Gary was sentenced to death in 1986 for the rapes and murders of Florence Scheible, Martha Thurmond and Kathleen Woodruff.
The killings stopped in 1978 but Gary was not arrested until 1984 when he was linked to a gun stolen in one of the victim's homes.
Attorneys for Gary had submitted a clemency request saying the convicted murderer is innocent and evidence proves he did not commit the crimes, but a Georgia Patrol board announced Wednesday that the request was denied.
The board's order leaves the execution scheduled for 7 p.m. Thursday at the Georgia Diagnostic and Classification Prison in Jackson.
His lawyers also claim that a police report states that the woman who identified Gary as her attacker had told detectives that she was asleep at the time of the attack and she wouldn't be able to identify the man because it was dark in her bedroom.
Gary's execution was scheduled once before, in 2009.
Wednesday's meeting was held to receive information for or against clemency.
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The couple had wanted to see if the bullet would go through the book, but were standing just one foot from each other. He said she could serve her time in 10-day increments over the next three years as set out in the plea agreement.
In last-minute appeals, attorneys for Gary cited the same evidence used a year ago while trying to get Gary a new trial or sentence in Muscogee Superior Court, where a judge rejected those motions in September, according to the newspaper.
The arguments in the clemency petition have previously been raised in court filings, and lawyers for the state have consistently disputed their validity. The woman survived the attack and testified that Gary was her attacker.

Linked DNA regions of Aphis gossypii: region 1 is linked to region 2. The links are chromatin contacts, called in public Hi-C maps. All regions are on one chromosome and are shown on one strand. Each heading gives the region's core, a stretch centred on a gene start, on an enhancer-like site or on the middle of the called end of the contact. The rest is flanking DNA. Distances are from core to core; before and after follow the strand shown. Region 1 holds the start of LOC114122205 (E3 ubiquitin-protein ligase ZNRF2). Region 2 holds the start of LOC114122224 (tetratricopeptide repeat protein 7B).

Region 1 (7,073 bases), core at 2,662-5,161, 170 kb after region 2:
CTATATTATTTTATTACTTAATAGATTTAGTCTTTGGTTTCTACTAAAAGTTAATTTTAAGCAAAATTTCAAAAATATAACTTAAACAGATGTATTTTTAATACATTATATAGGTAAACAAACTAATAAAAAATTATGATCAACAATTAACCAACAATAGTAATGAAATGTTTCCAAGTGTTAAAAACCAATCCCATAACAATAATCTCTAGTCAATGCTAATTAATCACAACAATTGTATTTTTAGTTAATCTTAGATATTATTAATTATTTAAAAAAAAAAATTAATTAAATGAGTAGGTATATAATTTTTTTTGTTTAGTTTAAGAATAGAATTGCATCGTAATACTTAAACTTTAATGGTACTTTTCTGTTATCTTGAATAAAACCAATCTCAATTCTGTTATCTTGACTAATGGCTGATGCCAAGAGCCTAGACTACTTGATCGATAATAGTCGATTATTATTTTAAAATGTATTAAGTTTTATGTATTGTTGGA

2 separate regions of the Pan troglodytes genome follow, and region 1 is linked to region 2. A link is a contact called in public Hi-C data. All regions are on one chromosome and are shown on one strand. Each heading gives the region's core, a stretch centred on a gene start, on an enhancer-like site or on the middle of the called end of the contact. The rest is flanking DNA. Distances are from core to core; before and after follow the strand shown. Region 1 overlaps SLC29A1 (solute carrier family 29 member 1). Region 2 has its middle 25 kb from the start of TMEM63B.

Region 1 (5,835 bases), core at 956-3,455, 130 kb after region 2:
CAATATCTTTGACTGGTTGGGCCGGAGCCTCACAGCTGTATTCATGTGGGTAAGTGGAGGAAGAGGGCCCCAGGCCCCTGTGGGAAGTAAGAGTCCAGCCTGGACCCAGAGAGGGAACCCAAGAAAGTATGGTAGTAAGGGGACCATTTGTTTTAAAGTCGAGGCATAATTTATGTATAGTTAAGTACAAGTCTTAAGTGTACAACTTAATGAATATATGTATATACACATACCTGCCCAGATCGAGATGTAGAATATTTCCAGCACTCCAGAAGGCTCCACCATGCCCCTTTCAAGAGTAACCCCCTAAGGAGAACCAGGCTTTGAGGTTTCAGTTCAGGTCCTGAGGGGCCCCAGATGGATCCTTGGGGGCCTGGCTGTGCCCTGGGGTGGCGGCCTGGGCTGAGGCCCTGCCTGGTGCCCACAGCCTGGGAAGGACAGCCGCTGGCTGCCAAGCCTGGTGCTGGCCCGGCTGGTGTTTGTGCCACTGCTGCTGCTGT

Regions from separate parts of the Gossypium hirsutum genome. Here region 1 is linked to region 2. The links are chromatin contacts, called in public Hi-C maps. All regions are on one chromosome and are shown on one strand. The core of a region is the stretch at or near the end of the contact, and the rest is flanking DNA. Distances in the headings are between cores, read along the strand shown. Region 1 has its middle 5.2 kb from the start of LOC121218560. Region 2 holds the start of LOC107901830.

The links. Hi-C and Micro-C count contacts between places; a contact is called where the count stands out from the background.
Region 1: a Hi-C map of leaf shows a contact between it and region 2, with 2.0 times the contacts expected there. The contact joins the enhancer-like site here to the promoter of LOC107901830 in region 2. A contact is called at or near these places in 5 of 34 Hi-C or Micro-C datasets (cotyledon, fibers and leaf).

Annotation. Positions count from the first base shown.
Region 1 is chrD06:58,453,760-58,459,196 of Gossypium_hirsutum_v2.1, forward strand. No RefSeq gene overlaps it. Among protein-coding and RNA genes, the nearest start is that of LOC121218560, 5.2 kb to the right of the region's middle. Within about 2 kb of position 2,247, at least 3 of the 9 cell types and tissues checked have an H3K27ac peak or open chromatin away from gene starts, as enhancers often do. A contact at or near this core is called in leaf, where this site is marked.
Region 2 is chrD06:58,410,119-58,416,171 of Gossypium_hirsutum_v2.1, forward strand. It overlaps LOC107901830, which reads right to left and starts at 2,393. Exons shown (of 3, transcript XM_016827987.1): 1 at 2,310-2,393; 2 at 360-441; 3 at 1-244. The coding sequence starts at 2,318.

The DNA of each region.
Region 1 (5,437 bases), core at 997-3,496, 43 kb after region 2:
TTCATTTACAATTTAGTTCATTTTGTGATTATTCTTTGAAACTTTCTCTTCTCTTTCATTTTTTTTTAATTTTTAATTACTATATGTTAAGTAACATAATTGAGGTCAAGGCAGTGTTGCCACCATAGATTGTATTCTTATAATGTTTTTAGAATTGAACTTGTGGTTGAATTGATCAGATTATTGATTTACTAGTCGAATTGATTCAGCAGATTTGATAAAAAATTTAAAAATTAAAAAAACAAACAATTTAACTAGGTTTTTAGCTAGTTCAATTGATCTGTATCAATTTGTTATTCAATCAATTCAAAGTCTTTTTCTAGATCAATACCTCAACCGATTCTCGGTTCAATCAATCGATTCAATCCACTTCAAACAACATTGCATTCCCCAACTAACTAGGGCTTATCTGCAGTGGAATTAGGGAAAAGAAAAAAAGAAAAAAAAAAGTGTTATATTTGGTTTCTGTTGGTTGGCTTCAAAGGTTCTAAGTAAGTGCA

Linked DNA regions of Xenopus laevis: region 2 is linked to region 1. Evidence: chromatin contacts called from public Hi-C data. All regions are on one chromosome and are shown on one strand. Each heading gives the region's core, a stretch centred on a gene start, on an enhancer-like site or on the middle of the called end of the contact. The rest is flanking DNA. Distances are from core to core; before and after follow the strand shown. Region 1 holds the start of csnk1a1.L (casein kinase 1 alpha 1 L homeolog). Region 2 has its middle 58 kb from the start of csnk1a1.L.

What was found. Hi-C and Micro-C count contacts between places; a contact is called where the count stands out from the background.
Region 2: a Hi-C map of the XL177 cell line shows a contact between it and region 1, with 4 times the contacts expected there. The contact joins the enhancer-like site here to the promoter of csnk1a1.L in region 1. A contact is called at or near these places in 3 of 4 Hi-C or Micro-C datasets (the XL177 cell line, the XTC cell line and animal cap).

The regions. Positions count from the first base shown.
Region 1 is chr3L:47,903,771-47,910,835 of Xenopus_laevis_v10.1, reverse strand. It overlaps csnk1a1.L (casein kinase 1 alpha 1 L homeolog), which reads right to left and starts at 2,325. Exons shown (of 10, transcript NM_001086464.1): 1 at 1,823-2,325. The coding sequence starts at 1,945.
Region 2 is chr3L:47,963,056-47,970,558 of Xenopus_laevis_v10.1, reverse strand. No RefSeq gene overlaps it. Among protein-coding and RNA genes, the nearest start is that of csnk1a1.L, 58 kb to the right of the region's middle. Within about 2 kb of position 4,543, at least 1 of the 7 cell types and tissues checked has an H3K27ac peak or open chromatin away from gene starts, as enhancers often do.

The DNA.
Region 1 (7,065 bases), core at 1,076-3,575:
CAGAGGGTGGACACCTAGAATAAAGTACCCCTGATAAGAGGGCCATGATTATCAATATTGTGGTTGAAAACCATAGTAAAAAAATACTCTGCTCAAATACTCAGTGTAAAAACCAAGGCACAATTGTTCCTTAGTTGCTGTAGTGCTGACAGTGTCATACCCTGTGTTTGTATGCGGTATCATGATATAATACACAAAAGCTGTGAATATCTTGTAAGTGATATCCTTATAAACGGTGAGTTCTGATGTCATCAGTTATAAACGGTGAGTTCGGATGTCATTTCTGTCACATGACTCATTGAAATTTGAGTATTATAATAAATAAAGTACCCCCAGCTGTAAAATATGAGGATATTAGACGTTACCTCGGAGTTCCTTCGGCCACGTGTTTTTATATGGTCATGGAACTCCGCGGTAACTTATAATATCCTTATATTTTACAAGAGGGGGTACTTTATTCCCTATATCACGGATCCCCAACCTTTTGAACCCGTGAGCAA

Since the state says the same person carried out all the attacks, excluding him from even one "would prove, under the prosecution's own theory, that Mr. Gary was innocent of all nine attacks", his lawyers wrote. DNA analysis would have provided further evidence, they wrote, but it couldn't be done because the samples were discovered to have been contaminated at the Georgia Bureau of Investigation crime lab. Prints from the crime scenes also connected him to the murders.
Authorities have said Gary confessed to participating in the burglaries but said another man committed the rapes and killings.
According to CBS, the evidence included in the clemency application has all been presented in court filings and were disputed by the state due to their validity.
Martin says the jury member, Jack Pickel, says he would never have voted for the death penalty for Gary had he known one of the state's key witnesses couldn't identify Gary as her attacker.